During the concert, professional musicians, including members of the Vermont Symphony Orchestra and the Northern Third Piano Quartet, performed a number of new works by young Franklin County composers and other recent MusicCOMP composers.

“It gave Franklin County music students the opportunity…to hear their own instruments, the flute, the clarinet…without traveling to Burlington and paying Burlington ticket prices,” she said. .

Although the MusicCOMP event was well attended, Grainger said she and other county arts organizers rarely see students at their events.

“It’s really hard to bring school-aged kids to this kind of stuff in the community, and I think there are a couple of reasons for that,” Grainger said.

Teachers and educators across the county are too busy, she said, and that was true even before the COVID-19 pandemic. Demanding schedules and schedules make it difficult to take students on field trips or even promote community arts events in the classroom.

Speaking from personal experience, Grainger said it’s also a challenge for parents to load their kids into the car and drive them an hour or more to a concert in another city.

“It’s a big ask… You have to make sure they behave in the car, they have to behave in the hall and then they have to behave on the way home,” she said.

The Nobby Reed Project kicks off the summer concert series at Taylor Park on June 24.

Also, since a vibrant and growing arts scene is still new to Franklin County, it may not yet be part of the culture to attend music concerts during high school hockey games.

“We’re constantly competing against school sports,” Grainger said. “Of course I think they have value, they teach different things to our students, but both are important.”

Costes, who was a music teacher at Bellows Free Academy and a private teacher at St. Albans for more than 35 years, saw dozens of his students become conductors and composers. But many, she said, left Franklin County to start careers in metropolitan areas.

“They’re not really coming back,” Costes said, although she wishes they would and bring their backing vocals with them.

Dependent on donations

Although attendance at Sounds of the Season events at St. Luke’s or First Congregational Church is free, the concert series is supported by donations.

Costes said groups like the Rotary Club of St. Albans have donated larger sums to Sounds of the Season in the past, but otherwise the funds come in small doses.

Donations are earmarked for organizational costs and given as small compensation to artists. Most bands are happy to perform for a small payment and a chance to sell their CDs, she said, but larger, more established bands need more funding.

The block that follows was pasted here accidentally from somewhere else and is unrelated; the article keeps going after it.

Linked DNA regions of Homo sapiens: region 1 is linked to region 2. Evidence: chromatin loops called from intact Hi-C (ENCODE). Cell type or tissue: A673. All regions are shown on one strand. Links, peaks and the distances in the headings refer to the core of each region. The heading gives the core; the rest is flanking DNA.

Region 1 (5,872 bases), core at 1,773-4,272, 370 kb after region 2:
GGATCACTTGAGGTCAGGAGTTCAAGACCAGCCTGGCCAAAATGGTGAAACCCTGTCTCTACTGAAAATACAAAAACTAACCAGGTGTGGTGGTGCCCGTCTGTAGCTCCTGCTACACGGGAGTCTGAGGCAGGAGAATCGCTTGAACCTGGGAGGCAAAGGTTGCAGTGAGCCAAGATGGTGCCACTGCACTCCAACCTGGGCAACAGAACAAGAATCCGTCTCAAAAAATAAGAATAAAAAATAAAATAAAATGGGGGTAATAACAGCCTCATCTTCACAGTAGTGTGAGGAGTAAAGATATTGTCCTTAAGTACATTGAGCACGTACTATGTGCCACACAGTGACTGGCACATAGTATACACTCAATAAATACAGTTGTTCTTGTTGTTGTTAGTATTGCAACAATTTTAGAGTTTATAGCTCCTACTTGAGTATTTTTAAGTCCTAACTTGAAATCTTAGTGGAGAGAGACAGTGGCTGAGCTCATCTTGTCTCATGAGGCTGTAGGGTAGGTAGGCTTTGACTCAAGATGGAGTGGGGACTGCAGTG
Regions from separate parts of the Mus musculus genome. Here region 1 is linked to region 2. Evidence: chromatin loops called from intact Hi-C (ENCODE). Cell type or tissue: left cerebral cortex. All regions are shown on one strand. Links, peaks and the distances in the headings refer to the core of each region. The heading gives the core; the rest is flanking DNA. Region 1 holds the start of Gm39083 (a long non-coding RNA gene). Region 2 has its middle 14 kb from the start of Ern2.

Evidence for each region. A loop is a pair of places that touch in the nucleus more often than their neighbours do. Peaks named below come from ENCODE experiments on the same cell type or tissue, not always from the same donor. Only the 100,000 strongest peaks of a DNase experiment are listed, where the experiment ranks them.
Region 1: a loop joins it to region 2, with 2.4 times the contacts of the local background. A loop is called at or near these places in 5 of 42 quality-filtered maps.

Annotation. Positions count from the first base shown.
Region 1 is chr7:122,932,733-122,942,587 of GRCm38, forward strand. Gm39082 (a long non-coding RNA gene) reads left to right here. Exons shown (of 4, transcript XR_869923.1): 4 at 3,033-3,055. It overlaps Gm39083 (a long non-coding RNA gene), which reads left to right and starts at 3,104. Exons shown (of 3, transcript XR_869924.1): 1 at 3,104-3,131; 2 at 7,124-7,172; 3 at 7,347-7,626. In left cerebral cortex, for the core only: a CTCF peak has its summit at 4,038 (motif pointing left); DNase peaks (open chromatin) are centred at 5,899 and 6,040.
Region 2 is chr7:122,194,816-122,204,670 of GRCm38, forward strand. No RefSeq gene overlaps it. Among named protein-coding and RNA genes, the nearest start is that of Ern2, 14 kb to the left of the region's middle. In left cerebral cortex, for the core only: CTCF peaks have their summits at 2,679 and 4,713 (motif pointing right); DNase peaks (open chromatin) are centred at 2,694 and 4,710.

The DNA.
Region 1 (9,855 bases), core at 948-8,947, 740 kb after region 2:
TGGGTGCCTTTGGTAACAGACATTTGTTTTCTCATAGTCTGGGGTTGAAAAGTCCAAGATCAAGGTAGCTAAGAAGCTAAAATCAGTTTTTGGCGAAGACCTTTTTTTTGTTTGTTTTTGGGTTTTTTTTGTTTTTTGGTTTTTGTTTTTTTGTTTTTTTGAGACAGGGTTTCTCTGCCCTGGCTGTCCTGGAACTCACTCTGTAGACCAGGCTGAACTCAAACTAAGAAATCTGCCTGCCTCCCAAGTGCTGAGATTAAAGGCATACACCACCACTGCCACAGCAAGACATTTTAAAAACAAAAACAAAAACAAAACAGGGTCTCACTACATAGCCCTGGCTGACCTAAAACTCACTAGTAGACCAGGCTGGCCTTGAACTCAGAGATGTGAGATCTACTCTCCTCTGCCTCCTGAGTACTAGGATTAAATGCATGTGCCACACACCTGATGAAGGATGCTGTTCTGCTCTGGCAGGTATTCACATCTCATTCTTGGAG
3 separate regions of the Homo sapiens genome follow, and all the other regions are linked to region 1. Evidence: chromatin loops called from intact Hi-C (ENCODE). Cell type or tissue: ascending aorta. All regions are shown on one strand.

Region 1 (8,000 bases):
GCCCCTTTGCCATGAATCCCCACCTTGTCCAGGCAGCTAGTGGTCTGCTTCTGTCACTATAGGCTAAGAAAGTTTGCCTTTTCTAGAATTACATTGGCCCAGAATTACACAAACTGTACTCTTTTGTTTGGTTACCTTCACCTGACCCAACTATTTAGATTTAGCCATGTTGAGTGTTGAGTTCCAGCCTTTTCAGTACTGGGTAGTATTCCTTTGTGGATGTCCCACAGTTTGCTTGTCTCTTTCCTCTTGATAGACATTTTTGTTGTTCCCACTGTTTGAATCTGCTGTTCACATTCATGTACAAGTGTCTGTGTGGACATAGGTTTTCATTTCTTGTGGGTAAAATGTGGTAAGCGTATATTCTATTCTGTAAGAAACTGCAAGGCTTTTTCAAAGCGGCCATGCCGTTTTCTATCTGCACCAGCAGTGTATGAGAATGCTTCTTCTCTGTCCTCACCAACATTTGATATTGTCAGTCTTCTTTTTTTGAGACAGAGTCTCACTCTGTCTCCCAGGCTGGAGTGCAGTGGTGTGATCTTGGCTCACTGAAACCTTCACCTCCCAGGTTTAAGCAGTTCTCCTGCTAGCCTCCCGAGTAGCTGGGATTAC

Donna Costes

Donna Costes sifts through a binder of past Sounds of the Season programs from January 11. She has been a music teacher and organizer in St. Albans for over 35 years.

For example, she would like to bring the brass quartet of the Vermont Symphony Orchestra to St. Albans, but she does not have the approximately $6,000 needed to do so.

“There might be people willing to [to fund that], but I don’t have time to find them,” she says.

Change of hours

Nick Barletta, innkeeper at The INN at Montgomery Center, told The Messenger that a younger arts community was beginning to flourish in the north.

He and Jason Chartrand took over as organizers of the Celebration of Expressive Arts (CEA) events in 2020. The series, which takes place monthly from June to September on the hostel’s outdoor patio, was launched in 2010 by Bob and Rebecca Cummins.

When the couple retired, Barletta and Chartrand took over as curators. In 2021, they sought out veteran and younger visual artists and performers as headliners.

“We intend to continue,” Barletta told the Messenger. “It did us good. It’s good for the community. »

In 2021, Chartrand invited Joel Veena, an Indian slide guitarist from Brattleboro to play at an event. He and Barletta weren’t sure how receptive the “old CEA crowd” would be to such a different type of music, but they gave it a try anyway.

“They ended up being so in love,” Barletta said. “And I was like, ‘This is so wonderful. It offers people something they probably wouldn’t have experienced on their own.

ACE events last year not only drew people from Montgomery, but also from St. Albans, Burlington and Morrisville. It’s a nice change, Barletta said, to hear about people driving north for arts events, rather than south.

About Madeline J. Carter